Diana Ross and her days with the Supremes

Back when she was one of the Supremes, Diana Ross told CBC about the trio's start and the evolution of their musical style.

The singer often took the lead when the Supremes were interviewed on tour in Canada

Diana Ross (at centre), with Mary Wilson (middle) and Florence Ballard (at left), in 1964. Together they were known as The Supremes. (The Associated Press)

Back in June 1966, Diana Ross, Florence Ballard and Mary Wilson, known as The Supremes, headlined a series of concerts in Toronto. They were appearing with another Motown Records star, Stevie Wonder.

The day after opening night, they appeared on CBC TV's Luncheon Date, and chatted about Motown music and life at the top of the charts.

Diana Ross and the Supremes on Motown

3 years ago
Duration 2:28
The trio explain how they met and their role at Motown Records.

Asked how long they'd been together, the 22-year-old Ross gave a surprising answer.

"It's been eight years ... it's going on nine," Ross said. 

She clarified further that they had appeared in Toronto five years before, when they had not yet made any hit records, and "we were just doing record hops."

The Motown sound

In this Aug. 19, 1966 file photo, members of The Supremes are shown. Diana Ross, lead singer, is on top of the slide, Mary Wilson, hangs on the ladder and Florence Ballard, stands under the slide. Ross and the Supremes lived in Detroit’s Brewster projects. (The Associated Press)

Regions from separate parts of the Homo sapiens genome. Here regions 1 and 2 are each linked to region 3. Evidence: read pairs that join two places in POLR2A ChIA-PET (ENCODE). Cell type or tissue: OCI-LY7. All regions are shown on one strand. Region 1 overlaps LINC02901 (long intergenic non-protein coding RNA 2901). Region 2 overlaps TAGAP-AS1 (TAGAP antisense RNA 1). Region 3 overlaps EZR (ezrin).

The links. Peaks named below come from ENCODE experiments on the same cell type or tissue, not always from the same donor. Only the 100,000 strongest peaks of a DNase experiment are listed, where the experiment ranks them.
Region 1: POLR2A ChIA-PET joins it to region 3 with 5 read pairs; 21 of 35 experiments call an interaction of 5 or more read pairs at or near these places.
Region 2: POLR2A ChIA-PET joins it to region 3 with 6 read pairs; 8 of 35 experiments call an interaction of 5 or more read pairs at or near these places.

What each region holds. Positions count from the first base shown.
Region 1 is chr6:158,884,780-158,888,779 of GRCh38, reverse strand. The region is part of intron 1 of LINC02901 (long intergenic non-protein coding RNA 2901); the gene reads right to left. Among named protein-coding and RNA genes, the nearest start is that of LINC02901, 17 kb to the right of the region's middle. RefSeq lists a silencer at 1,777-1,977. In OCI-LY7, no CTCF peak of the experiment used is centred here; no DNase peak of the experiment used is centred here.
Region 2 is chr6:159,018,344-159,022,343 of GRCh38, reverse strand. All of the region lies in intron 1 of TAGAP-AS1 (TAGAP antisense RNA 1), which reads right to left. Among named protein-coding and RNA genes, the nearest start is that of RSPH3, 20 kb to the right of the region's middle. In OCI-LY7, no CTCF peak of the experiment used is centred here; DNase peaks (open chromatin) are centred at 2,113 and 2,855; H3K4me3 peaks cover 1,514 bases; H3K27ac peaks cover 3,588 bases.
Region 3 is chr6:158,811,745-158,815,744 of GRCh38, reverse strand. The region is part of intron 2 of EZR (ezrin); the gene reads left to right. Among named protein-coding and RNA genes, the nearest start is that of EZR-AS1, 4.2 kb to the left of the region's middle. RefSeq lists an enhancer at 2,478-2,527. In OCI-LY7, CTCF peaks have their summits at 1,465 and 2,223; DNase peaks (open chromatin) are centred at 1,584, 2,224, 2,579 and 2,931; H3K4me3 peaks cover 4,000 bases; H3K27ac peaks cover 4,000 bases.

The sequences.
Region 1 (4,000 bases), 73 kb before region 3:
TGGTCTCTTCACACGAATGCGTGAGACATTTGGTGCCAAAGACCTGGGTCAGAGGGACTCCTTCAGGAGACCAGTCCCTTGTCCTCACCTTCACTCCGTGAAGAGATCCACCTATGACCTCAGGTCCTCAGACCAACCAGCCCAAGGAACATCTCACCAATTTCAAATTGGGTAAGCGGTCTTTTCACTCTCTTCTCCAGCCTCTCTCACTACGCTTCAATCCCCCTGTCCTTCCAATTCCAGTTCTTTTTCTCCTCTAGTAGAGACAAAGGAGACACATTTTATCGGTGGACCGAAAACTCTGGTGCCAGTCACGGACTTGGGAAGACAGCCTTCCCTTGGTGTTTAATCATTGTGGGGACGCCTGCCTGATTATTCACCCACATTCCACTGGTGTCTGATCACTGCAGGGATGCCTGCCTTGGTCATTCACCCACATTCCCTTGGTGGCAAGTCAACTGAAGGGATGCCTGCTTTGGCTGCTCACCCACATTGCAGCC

Florence Ballard broke down how the three had begun singing together — she and Wilson were at the same school, and Wilson and Ross at the same church. 

"But we all lived in the same neighbourhood, ... the Brewster Projects [in Detroit]," Ballard said.

"Would you say that singing in church influenced your style ... would you call this a kind of a spiritual style that you have?" interviewer Elwood Glover asked.

"Maybe just slightly," Ross said, and Wilson brought the name Motown Records into the discussion.

"Yes, we must discuss this, this is the Motown sound," Glover said. "I believe this whole record company almost exists because of you ... am I being too expansive?"

"Just a little bit," Ross said. 

"We are considered the top group at Motown right now," she continued, clarifying that "we have a lot of great talent within our company there." 

'We separated ourselves'

Diana Ross on the sound style of the Supremes

3 years ago
Duration 2:05
Diana Ross and Mary Wilson explain their singing style - a lead voice with background unison singers.

They were also asked about the unique style of their singing, which had evolved from harmony to one singing lead and the others background.

"This is very popular and so this is what we do," said Wilson, adding "however, on stage we have enough time to do a lot of different things."

Ross explained further: "As we began to release records, we separated ourselves into a lead and background singers. In the rhythm and blues field and rock and roll, this is the way it is, with the lead voice." 

In August, a year later, the Supremes were in Montreal, appearing at Expo 67 as "Diana Ross and the Supremes." 

They were booked for six sold-out nights.  At the Montreal interview, for the CBC Radio show Expodition, Ross took the lead when Lynn Jackson spoke to them. 

Diana Ross speaks about the groups hit records, their signature stage fashions, acting, and what makes a Supreme.